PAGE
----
Pope and King both proclaim mea culpa
Tactical moves in the great games of theology, finance
by David Marsh
Mon 20 Sep 2010
LONDON (MarketWatch) — A pope and a King both apologized last week – with the aim of gaining strength in hard-fought spiritual and temporal battles that lie ahead. In disparate settings and over totally different policies, they used remarkably similar formulations to ward off their adversaries. A guide, perhaps, to the right approach for monetary policy-making in the months ahead.
Pope Benedict XVI, on a four-day state visit to Britain, revealed that the pedophilia scandal by Catholic priests had come as a “great personal shock” to him. “How was it possible,” the pope asked, “that priests who had been trained for years to be good pastors could fall into this state? The church must show penance and humility.”
Have you heard Hank Paulson or Alan Greenspan saying similar things about the run-up to the collapse of Lehman Bros.? Not quite. They may be the high priests of international finance. But monetary policy-makers don’t normally “do” contrition – for fear of losing credibility.
Ask Jean-Claude Trichet of the European Central Bank, for instance, about the financial turmoil of the last three years. He will tell you, in so many words, that the ECB saw it all coming. A line in a speech at Davos here, a passage in a learned article in the bank’s monthly bulletin there. The message is: “We got things right. Other people, not the central bank, messed up.”
However, Mervyn King, the distinctly monk-like governor of the Bank of England, likes to tread a more saintly path. He came closer than any other central banker to religious-style ruefulness when he told Britain’s annual Trades Union Congress in Manchester last week that the financial sector and monetary policy-makers were to blame for the financial crisis and the recession.
“We let it slip,” said, adding he understood the strength of feeling over the size of bankers’ bonuses and said “radical reform” of the U.K.’s financial system was needed.
Both Benedict and King seem to be showing the right tactics. Neither has gone quite as far as medieval German King Henry IV, who walked to Canossa in January 1077, crossing the Alps barefoot wearing a penitent’s hair shirt, to seek forgiveness from Pope Gregory VII. But, by putting on a show of mea culpa at a symbolic time, they are preparing their own ground for future struggles. And these are fights they mean to win.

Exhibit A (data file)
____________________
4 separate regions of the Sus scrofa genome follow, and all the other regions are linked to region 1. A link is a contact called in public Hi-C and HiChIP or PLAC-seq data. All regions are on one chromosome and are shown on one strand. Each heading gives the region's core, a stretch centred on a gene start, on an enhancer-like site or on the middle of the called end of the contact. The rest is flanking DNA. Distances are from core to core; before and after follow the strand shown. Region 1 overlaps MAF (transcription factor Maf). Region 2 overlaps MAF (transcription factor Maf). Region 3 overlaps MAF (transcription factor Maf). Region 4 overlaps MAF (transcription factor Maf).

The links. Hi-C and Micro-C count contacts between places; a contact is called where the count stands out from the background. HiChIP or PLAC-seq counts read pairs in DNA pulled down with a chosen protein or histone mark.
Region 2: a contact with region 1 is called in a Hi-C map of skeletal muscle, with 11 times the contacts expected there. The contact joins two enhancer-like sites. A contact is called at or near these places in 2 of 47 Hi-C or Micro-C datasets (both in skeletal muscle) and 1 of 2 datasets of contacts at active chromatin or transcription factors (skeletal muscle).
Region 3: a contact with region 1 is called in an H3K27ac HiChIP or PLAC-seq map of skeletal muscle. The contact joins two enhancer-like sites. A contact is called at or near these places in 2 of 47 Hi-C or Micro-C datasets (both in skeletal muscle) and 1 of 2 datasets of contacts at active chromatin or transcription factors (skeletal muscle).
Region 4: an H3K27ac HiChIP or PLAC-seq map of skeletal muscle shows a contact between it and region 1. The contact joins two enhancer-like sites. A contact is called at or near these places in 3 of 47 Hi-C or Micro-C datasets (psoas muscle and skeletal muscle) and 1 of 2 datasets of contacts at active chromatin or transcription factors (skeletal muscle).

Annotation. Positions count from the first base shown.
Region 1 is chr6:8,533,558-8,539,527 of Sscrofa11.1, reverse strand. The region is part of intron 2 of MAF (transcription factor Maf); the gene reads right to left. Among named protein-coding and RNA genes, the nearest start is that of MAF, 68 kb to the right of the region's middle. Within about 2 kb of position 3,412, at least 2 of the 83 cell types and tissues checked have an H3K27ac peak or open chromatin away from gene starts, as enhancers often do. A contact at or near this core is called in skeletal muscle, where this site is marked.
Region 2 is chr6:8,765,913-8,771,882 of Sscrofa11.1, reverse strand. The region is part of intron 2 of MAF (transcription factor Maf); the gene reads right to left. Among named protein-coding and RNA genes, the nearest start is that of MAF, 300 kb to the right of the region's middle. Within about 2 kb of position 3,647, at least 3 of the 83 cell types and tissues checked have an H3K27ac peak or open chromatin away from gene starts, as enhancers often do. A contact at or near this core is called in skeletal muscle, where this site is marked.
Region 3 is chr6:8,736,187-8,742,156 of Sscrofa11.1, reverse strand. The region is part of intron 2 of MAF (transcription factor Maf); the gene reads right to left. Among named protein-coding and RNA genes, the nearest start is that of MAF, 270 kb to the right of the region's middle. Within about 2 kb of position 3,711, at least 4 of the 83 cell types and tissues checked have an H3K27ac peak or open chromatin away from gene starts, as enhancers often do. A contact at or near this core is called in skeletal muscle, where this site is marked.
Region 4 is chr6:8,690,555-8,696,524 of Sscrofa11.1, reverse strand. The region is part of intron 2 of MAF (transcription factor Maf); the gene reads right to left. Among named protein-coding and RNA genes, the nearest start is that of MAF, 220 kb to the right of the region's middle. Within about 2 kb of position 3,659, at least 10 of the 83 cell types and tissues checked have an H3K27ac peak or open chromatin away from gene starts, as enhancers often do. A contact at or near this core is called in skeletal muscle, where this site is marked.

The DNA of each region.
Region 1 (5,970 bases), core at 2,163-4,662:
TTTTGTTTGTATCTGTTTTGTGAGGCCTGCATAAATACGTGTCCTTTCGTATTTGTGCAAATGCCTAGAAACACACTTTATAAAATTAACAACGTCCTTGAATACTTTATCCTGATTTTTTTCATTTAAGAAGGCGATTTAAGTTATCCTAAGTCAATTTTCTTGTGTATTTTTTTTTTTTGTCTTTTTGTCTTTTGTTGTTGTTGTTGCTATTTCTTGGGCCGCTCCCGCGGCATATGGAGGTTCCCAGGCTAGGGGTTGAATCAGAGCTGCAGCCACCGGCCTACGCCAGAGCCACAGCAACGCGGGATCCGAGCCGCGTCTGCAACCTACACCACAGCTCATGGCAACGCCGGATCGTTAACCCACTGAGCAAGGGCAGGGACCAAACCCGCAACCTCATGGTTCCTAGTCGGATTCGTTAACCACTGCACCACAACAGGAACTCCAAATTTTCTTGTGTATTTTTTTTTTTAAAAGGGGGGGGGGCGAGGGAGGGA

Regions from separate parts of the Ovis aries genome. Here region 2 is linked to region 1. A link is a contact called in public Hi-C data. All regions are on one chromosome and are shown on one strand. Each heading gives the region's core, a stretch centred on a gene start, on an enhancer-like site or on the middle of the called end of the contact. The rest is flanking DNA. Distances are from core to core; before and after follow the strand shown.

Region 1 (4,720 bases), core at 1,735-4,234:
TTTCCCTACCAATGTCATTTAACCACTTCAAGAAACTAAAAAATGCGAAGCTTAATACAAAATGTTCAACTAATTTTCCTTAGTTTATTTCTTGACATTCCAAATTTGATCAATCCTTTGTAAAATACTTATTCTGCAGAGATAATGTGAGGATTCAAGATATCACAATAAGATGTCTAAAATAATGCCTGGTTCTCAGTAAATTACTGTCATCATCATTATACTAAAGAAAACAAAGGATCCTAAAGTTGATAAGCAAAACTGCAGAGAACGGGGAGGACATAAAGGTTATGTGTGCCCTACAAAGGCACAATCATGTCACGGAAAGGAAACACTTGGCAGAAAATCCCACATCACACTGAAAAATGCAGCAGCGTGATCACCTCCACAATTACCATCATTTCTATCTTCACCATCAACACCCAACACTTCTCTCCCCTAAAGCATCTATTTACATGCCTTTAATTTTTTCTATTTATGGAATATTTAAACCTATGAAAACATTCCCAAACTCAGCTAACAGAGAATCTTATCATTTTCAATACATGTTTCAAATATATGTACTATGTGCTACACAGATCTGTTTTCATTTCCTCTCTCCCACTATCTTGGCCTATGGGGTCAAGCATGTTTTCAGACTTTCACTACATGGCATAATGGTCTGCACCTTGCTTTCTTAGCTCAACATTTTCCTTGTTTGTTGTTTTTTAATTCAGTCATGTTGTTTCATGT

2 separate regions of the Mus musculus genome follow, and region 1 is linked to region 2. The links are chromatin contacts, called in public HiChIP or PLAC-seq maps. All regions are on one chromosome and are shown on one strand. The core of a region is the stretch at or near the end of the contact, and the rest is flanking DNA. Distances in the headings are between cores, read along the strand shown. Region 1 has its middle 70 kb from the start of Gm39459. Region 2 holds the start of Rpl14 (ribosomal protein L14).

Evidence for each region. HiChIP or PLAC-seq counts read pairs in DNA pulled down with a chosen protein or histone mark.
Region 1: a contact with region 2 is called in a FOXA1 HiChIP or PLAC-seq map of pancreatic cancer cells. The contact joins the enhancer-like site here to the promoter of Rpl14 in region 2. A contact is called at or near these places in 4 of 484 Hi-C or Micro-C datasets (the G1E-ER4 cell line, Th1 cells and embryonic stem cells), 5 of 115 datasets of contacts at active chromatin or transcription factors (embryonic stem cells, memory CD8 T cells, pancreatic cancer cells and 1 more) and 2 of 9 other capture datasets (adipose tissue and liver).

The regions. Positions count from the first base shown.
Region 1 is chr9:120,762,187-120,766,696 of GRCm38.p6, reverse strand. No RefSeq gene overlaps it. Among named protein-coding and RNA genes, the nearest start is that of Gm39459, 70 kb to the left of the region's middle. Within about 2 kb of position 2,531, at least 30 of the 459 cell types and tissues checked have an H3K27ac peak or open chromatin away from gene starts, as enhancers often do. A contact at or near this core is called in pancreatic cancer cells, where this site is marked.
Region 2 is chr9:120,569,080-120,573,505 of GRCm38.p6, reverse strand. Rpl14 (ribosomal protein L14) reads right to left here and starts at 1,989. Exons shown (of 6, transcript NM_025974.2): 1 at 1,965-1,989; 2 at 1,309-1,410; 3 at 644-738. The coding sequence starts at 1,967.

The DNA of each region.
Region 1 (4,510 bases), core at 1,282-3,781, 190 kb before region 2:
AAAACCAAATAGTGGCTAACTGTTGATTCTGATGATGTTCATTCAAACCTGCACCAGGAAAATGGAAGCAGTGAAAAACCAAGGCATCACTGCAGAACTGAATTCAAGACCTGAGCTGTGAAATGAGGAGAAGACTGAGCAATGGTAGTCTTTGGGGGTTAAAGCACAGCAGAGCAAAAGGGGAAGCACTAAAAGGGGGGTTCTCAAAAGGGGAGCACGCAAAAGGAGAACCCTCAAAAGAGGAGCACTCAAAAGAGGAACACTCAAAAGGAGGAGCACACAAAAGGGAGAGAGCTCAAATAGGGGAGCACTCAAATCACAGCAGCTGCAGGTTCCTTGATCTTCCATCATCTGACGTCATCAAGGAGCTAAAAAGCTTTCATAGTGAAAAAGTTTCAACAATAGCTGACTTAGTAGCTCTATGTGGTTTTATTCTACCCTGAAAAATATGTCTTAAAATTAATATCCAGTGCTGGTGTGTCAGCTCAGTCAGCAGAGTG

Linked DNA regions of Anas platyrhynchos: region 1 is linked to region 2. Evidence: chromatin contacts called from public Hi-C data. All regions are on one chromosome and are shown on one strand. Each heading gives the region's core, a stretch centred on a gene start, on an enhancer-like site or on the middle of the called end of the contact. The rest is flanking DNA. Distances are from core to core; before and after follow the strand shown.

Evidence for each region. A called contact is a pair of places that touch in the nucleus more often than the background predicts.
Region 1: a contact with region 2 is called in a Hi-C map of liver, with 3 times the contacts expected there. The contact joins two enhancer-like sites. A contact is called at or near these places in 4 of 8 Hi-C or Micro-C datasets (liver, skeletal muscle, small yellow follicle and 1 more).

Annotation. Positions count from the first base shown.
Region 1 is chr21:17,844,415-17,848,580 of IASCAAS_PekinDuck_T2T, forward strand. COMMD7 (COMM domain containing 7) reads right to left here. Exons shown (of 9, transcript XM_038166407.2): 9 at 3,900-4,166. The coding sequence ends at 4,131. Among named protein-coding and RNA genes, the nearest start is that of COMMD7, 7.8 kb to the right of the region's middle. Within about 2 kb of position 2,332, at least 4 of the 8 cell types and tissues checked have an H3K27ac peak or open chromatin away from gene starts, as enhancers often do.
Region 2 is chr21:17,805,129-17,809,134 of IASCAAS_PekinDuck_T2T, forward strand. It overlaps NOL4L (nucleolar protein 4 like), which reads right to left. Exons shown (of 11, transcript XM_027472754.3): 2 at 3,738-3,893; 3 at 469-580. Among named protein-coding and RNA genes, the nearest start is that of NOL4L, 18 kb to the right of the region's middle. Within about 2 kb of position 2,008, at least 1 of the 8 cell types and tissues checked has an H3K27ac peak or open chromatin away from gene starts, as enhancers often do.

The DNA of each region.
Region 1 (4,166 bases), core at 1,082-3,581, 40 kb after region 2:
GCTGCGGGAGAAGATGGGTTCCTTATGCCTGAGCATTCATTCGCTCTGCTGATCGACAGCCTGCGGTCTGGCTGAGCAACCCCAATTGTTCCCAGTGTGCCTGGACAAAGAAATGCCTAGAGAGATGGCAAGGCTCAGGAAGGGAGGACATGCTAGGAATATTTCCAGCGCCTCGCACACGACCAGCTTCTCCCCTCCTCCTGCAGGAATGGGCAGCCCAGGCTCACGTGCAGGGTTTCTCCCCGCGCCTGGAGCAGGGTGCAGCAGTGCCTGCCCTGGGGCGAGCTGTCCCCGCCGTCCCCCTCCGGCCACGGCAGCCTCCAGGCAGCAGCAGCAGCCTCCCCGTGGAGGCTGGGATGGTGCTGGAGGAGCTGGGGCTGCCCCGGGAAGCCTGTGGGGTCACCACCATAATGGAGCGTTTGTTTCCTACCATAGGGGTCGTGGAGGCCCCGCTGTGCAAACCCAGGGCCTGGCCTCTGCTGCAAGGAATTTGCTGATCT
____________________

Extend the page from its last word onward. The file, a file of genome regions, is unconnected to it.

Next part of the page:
In the pope’s case, saying sorry about pedophilic priests will give him the operational and public relations leeway to hang on to a substantial portion of conservative theology without making thoroughgoing practical compromises.
The Vatican chief anyway was under pressure in the U.K. to be on his best behaviour after a senior papal aide ruffled British feathers by saying (a mite insensitively, some might think), immediately prior to the pontiff’s touchdown, that someone landing at Heathrow airport might think they were in a “Third World country.” (It wasn’t immediately clear whether the overly-critical German cardinal was referring to the variety of faces he observed in the Heathrow departure areas or the poor quality of the walkways.)
King, at the TUC, like the Pope in traditionally anti-Catholic Britain, faced a potentially hostile audience when he spoke to the unions in Manchester – only the second Bank of England chief to do so in the TUC’s 142-year history. But – by making no secret of his fundamental antipathy to the unbridled power of big banking – King has won some support from the unions for the ultimate power-game in British finance. This centres on whether or nor the main High Street banks are split up into commercial and investment banking RMS. King thinks they should be. The banks such as HSBC and Barclays think otherwise. And, unfortunately for King, there is little doubt that the banks have the upper hand.
Last week, both pope and King were essentially engaged in gesture politics. Tactically, they may have scored points. Strategically, they have barely advanced. “How many divisions has the pope?” asked Stalin. The same question could be asked of the Bank of England.
With their displays of mea culpa, the pope and the Bank of England may be demonstrating mastery of the laws of tactics. Whether this is enough to propel them permanently ahead in the great games of theology and finance is, however, very far from clear.
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